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Guilty until proven innocent?

Four men are proof that not everyone sent to death row should be there


These are the facts in the case of Randall Padgett.

His wife, Cathy Padgett, was murdered.

Cathy Padgett was found stabbed 46 times in her home in Marshall County in north Alabama, while Padgett was in Destin, Fla., with his neighbor and lover, Judy Bagwell, court testimony showed. Cathy Padgett was last seen alive at a church revival.

While they were in Destin, Padgett's children's aunt had taken care of his children.

When the aunt and children went to pick up some things at Cathy Padgett's house, they found her covered in blood on the bed with one leg propped up on a night stand. Padgett had never been arrested and said he wouldn't be capable of such a crime.

"I've never laid a hand on a woman in a violent way," he said.

Padgett is over 6 feet tall and 200 pounds, but he speaks with a quiet and deliberate voice.

"Well, if I was the policeman, I would question myself because of the situation I was in. I was having an affair. My wife was the one who got murdered, and I think that they really got tunnel vision on me," Padgett said.

The prosecutor in the case, Ronald Thompson, still thinks Padgett is the sole suspect in the case.

"I never prosecuted a case when I didn't think 'guilty,'" Thompson said.

Defense attorney Richard Jaffe painted the neighbor having the affair with Padgett as the culprit. Padgett said his lover killed his wife and put his semen in her.

Thompson got a conviction on the first trial that sent Padgett to death row. Judge William Jetton overrode the jury's recommendation of life without parole and sentenced Padgett to death.

The Court of Criminal Appeals in 1995 ruled Padgett would get a new trial. They ruled the prosecutors didn't give the defense adequate time to review new blood test evidence.

Blood was found at the scene that was not Cathy Padgett's. At first, analysts said blood at the scene matched Padgett's. Later, they discovered the blood didn't match his blood, though the semen did.

"It is hard to imagine scientific evidence more crucial than blood test evidence showing that the blood found at the scene of the crime was not the blood of the defendant," wrote Judge Sam Taylor.

During the new trial in 1997, Jaffe pointed the blame toward Padgett's lover, characterizing her as a jealous woman who killed Cathy Padgett to secure Randall Padgett.

Jaffe said he used a basic tenet of law in the case, first noted by a Roman statesman, 2000 years ago.
Mark Weber/Post-Herald
One-time death row resident Randall Padgett fishes nearly every day at Lake Guntersville State Park.
"What Cicero said is look to the person with the most to benefit in a crime," Jaffe said.

Jaffe argued Padgett would not have wanted his children to find the body of their mother. Padgett's lover, he said, had threatened Cathy Padgett in the past.

Thompson said his wife was threatening a divorce and he feared he would lose his farm.

The jury acquitted Padgett, who walked out a free man after seven years on death row.

Padgett said he came close to going crazy at Holman in Atmore. He said he even sometimes wondered how he might have killed his wife and not remembered.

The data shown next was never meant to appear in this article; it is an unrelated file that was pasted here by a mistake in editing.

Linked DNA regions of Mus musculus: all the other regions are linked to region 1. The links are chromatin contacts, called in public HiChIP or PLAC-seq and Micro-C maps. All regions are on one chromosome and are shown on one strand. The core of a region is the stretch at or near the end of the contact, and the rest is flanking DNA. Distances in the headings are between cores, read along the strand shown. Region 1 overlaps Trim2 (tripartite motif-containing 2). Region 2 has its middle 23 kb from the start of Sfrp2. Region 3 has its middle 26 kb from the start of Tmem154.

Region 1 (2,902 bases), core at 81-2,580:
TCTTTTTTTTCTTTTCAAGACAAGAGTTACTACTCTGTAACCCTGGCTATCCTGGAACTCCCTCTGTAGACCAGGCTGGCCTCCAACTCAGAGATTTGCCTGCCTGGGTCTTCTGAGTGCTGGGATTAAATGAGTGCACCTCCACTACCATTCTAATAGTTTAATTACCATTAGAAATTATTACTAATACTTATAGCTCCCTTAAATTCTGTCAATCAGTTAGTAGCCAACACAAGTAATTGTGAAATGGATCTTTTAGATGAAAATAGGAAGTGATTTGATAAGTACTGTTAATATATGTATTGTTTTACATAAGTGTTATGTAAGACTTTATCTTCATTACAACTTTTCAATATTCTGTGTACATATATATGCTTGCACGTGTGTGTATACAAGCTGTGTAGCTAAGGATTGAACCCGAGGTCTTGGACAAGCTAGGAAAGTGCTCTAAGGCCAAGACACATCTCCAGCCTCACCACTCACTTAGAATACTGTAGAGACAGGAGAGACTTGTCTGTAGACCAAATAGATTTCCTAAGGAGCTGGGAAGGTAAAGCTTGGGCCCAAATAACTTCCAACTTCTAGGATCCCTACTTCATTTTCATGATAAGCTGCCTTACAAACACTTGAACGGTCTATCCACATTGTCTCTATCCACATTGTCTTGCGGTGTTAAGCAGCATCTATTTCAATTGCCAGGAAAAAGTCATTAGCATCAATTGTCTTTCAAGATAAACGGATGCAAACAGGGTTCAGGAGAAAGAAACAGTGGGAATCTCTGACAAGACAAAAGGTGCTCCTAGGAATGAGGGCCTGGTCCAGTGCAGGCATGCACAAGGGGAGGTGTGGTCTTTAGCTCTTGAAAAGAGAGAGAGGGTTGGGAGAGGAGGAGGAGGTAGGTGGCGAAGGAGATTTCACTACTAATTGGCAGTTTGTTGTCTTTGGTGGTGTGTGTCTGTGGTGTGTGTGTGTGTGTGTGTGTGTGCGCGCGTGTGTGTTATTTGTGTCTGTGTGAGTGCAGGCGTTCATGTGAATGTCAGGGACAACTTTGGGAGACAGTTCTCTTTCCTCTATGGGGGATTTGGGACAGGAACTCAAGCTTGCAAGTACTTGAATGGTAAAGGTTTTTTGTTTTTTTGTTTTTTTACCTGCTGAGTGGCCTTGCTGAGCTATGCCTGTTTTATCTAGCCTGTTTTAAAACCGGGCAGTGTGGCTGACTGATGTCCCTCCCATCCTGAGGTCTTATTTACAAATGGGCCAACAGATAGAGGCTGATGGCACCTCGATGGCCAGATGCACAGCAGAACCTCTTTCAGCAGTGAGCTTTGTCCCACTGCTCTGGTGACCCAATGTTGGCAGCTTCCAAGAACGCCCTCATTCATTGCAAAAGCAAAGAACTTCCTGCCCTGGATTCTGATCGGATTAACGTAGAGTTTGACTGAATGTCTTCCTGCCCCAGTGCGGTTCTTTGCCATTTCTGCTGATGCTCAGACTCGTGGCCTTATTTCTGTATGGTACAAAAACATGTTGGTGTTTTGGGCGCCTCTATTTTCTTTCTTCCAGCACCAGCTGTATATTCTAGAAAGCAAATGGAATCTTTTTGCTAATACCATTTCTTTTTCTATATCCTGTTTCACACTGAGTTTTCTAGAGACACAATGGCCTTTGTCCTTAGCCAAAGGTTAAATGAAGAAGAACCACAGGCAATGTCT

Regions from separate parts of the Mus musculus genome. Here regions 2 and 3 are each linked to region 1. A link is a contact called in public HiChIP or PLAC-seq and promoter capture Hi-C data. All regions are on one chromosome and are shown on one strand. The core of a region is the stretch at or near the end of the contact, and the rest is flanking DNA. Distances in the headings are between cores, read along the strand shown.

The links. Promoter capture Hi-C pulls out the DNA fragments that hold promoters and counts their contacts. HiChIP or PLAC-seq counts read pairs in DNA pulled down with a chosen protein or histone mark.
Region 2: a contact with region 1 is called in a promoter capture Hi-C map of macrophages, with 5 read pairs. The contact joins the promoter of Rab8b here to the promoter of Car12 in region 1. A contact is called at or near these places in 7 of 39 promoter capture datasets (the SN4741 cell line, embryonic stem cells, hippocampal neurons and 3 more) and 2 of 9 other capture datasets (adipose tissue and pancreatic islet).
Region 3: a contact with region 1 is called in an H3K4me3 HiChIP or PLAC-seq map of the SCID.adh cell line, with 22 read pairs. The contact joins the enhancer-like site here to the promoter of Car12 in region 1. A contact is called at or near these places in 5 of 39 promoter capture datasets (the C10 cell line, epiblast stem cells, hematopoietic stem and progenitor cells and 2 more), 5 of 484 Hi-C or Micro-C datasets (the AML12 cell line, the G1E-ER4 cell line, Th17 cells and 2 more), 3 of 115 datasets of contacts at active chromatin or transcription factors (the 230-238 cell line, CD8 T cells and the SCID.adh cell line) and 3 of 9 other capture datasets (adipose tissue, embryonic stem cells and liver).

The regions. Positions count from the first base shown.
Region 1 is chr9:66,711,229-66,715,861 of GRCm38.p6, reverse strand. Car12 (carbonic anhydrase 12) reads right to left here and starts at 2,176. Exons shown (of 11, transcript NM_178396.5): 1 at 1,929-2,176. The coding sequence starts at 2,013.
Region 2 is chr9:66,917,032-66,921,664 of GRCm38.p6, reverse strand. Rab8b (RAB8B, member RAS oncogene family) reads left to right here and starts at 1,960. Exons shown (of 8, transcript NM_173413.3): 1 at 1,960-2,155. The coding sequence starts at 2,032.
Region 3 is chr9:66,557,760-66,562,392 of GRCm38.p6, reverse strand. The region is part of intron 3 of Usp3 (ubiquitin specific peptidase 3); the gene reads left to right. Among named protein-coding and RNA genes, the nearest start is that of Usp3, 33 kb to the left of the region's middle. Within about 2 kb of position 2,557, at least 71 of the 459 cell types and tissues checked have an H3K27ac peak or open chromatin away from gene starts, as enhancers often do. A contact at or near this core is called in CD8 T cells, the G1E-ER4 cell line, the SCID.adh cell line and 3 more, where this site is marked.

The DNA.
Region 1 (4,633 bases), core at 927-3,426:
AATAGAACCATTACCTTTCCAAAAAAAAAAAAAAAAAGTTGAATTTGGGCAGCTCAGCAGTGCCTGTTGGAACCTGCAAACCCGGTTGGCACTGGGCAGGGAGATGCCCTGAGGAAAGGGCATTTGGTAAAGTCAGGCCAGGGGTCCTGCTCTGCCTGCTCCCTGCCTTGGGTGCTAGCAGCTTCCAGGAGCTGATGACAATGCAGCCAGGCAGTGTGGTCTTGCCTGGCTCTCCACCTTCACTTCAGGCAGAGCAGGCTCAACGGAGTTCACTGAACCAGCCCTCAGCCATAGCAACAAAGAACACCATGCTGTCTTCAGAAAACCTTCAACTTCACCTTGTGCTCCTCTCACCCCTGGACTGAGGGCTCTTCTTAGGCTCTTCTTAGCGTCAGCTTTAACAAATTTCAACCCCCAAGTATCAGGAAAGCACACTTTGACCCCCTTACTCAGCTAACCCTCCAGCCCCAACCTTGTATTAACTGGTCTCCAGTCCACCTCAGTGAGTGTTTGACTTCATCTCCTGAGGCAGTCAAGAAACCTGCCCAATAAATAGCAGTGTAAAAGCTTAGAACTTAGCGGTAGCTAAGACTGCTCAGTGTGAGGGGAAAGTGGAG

"I thought, 'Did I walk in my sleep and do that thing and didn't know about it?' Padgett said. "You think all kinds of things down there day after day in a 5-by-8 (foot) cell. Looking at nothing but concrete, steel and cockroaches, you think all kinds of stuff."

Four of Padgett's fellow inmates were electrocuted while he was there.

"The day of execution you're thinking, 'What am I going to do when it's my turn?'" he said.

Thompson said the case reflects imperfections in the judicial system.

"The jury system isn't perfect," Thompson said. "It doesn't acquit everyone who is innocent and it doesn't find guilty everyone who is guilty."

Padgett said he used to think that the police always got the right man.

"When I heard something on the news, that we arrested someone at such and such time, I would say, 'Well, good. They finally got the criminal.' I thought in the good ol' U.S. of A., that when you went to court and you went to trial, the truth was supposed to be foremost and the court endeavors to seek out the truth, you know, but I know firsthand that's not how it is," Padgett said.

He is a free man, but he is not free of the memories that started with his wife's murder.

"I hated that she had to leave this life so early, especially the way she did. I think a lot of times it's my fault. If I would have been where I should have been, at home with her, she might be alive today," Padgett said.

Charges haven't been filed against anyone else, though Padgett hopes someday there will be.

Steve Marshall, the new district attorney in Marshall County, who also briefly represented Padgett, said he doesn't anticipate opening the case again.

"There's not enough evidence to go after anybody," Marshall said. "As I understand it, the case is closed."

Love letters almost fatal


Walter "Johnnie D." McMillian said love letters to a white woman sent him to death row.

"That's the only thing I can think of," said McMillian, 59. "They wanted to get rid of me because they caught me with a white lady."

McMillian said police framed him for the Nov. 1, 1986, murder of Ronda Morrison, an 18-year-old woman who had a part-time job at Jackson Cleaners in Monroeville.
Christine Jacobs/Post-Herald